To show what you want to show, you need to calculate the standard error in the trend (using the standard method ) and then show that it drops with the number of years. I actually sort of did that when I discussed how one might falsify IPCC projections using annual average data. I discuss the math here:
And the results here:
I didn’t actually plot the standard uncertainty in the slope as a function of year, or how the “t’s” vary when doing a hypothesis test, but that should be straightforward based on the formulas.

R John
March 12, 2008 2:02 pm

Lee – why not pick 1946 as your “hinge” as this correlates to when CO2 levels began to show their increase. If CO2 and global temps correlate, then we should see your nice upward line with a correlation of >0.50 between the two. I’ll answer for you since I already know the answer from my own dive into surface records. The trend is nearly flat with virtually no correlation to CO2.

March 12, 2008 2:37 pm


With all due respect, that graph you showed doesn’t prove anything other than (T1+T2+T3 + ….+T30)/30 isn’t much different from (T1+T2+T3+ T29)/29, and that you don’t get much variability when you add 1 year to a large set.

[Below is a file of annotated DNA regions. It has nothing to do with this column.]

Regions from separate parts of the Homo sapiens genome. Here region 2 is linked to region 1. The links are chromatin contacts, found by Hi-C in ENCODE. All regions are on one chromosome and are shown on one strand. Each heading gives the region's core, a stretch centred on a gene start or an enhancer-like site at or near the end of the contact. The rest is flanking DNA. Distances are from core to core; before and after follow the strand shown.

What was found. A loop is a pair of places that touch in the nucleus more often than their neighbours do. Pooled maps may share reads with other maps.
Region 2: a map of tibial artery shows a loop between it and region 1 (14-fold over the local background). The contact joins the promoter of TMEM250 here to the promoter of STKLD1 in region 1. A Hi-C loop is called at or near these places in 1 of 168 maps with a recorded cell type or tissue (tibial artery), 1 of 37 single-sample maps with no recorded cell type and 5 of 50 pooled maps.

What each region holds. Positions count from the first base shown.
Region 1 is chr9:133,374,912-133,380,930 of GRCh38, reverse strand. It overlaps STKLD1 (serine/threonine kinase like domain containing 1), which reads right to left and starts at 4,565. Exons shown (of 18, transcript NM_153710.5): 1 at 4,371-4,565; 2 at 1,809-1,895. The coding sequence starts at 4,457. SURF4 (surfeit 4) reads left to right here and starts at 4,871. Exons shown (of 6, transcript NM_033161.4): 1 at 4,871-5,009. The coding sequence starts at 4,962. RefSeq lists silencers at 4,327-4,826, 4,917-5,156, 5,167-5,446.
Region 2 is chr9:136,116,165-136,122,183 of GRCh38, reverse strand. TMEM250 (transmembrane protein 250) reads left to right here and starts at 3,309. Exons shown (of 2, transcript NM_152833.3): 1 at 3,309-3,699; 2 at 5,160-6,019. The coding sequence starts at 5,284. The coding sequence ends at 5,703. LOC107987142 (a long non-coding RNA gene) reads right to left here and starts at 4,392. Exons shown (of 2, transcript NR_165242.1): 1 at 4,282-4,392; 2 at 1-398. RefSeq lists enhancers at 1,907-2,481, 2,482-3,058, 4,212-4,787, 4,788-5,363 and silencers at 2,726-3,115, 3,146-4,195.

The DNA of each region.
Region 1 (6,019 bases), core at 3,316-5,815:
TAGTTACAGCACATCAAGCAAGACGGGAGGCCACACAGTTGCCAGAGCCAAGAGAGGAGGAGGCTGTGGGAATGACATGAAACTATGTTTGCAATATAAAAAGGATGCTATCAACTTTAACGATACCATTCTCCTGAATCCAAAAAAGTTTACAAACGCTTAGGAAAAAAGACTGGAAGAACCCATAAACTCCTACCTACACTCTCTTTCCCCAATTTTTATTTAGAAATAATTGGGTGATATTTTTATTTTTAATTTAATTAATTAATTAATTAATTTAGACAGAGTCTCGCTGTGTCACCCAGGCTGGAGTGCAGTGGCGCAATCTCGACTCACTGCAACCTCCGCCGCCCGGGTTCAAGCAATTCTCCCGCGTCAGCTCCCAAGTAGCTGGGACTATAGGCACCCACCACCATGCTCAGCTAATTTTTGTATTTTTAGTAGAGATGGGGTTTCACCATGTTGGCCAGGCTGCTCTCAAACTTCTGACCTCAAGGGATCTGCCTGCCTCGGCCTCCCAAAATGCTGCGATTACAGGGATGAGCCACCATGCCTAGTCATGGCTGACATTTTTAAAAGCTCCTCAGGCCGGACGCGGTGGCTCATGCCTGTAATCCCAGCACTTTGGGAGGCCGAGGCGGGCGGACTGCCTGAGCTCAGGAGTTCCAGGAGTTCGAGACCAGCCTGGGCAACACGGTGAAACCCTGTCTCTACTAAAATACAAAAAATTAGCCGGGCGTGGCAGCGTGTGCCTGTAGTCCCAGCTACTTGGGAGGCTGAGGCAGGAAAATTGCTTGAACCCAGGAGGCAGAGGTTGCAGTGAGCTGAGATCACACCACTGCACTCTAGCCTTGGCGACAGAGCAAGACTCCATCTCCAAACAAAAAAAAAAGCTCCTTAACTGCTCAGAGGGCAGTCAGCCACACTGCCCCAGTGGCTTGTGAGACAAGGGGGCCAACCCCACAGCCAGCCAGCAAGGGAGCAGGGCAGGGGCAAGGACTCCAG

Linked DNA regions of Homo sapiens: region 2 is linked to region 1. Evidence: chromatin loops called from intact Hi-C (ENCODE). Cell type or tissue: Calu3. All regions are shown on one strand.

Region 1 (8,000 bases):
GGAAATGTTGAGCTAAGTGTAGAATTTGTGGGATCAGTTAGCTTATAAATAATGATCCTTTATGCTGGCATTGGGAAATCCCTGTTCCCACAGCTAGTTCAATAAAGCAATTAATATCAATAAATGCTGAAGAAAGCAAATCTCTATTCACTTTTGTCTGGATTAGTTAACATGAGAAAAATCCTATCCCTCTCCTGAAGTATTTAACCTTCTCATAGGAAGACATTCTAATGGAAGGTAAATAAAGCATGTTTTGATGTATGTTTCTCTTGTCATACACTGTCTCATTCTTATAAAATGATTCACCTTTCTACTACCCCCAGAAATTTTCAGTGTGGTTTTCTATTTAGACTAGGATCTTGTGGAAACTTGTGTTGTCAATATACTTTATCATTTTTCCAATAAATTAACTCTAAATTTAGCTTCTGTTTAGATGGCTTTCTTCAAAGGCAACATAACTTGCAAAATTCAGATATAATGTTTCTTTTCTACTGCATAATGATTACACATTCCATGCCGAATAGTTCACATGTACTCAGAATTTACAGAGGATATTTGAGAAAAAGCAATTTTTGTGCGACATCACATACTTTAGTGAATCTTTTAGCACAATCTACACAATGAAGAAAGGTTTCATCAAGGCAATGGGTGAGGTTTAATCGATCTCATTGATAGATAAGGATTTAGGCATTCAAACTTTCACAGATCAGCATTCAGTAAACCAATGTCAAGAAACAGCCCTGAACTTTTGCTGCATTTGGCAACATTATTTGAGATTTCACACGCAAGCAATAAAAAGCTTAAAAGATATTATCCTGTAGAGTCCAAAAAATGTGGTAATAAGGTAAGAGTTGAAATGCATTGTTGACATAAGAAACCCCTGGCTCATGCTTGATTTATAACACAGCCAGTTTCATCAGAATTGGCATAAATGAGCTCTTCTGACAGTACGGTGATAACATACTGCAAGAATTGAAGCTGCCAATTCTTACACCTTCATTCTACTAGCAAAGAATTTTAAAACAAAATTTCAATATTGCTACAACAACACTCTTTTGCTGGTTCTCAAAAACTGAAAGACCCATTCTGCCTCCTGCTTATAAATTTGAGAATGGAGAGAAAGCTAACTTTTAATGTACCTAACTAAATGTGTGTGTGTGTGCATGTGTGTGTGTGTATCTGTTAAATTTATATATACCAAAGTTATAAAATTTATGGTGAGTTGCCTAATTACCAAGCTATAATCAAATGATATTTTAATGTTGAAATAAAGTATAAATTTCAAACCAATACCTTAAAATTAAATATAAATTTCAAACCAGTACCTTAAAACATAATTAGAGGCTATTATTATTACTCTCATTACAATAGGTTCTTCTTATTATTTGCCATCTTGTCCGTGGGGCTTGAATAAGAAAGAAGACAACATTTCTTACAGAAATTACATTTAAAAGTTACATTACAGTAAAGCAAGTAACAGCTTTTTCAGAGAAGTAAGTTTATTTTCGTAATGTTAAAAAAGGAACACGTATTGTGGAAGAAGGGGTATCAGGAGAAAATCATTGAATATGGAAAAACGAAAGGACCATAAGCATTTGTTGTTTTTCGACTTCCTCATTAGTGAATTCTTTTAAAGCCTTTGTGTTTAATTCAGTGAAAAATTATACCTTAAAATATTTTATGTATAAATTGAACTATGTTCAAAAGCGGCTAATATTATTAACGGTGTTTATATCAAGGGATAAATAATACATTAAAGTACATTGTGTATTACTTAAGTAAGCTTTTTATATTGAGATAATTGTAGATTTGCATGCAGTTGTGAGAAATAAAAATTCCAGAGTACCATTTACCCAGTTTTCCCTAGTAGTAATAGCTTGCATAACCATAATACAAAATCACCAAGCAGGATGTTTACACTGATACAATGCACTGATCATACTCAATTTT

This is of course one reason why there isn’t much variability on the right side of the graph. Although I used monthly data and not yearly, so the formula would need to be modified a bit. I’m also a bit confused as to what you thought I was trying to show. I’ve included below my conclusions, which I think are still valid (the last one being specific to his earlier post here of which my post was a response).
My analysis was the same as his; find the temperature trend over the last X years using simple linear regression. He chose X to be 10 years. I chose lots of other Xs, and showed that a different choice of X would have led to different conclusions. If you have problems with the basic methodology, you’re pointing the finger at the wrong person. If there is a better way of presenting the results, I’m open to suggestions. (I probably shouldn’t have included that last graph on that page, but I already made it and had it uploaded to the server.)

From the above plots, it should be clear that choosing the timescale over which to calculate temperature trends should not be done capriciously and arbitrarily. Changing the period of interest from 10 years to 9 years results in drastically different conclusions. This is because of the effect of the strong ENSO event in 1998 which caused a minor divergence in the datasets. Since the ENSO signal is noise, much longer time intervals are needed over which to calculate the trend in order to minimize its effects.
By choosing the start of the time series at the height of the positive ENSO event and the end of the time series during a negative ENSO event, the calculated trend will be much smaller than reality.
Watts’ concern that the GISS data are contaminated is not apparent in this analysis. All four of the global temperature metrics show widespread agreement when more than 15 years are used in calculating the temperature trend. Previous work has shown that 15 years is about the timescale when the trends start to become important.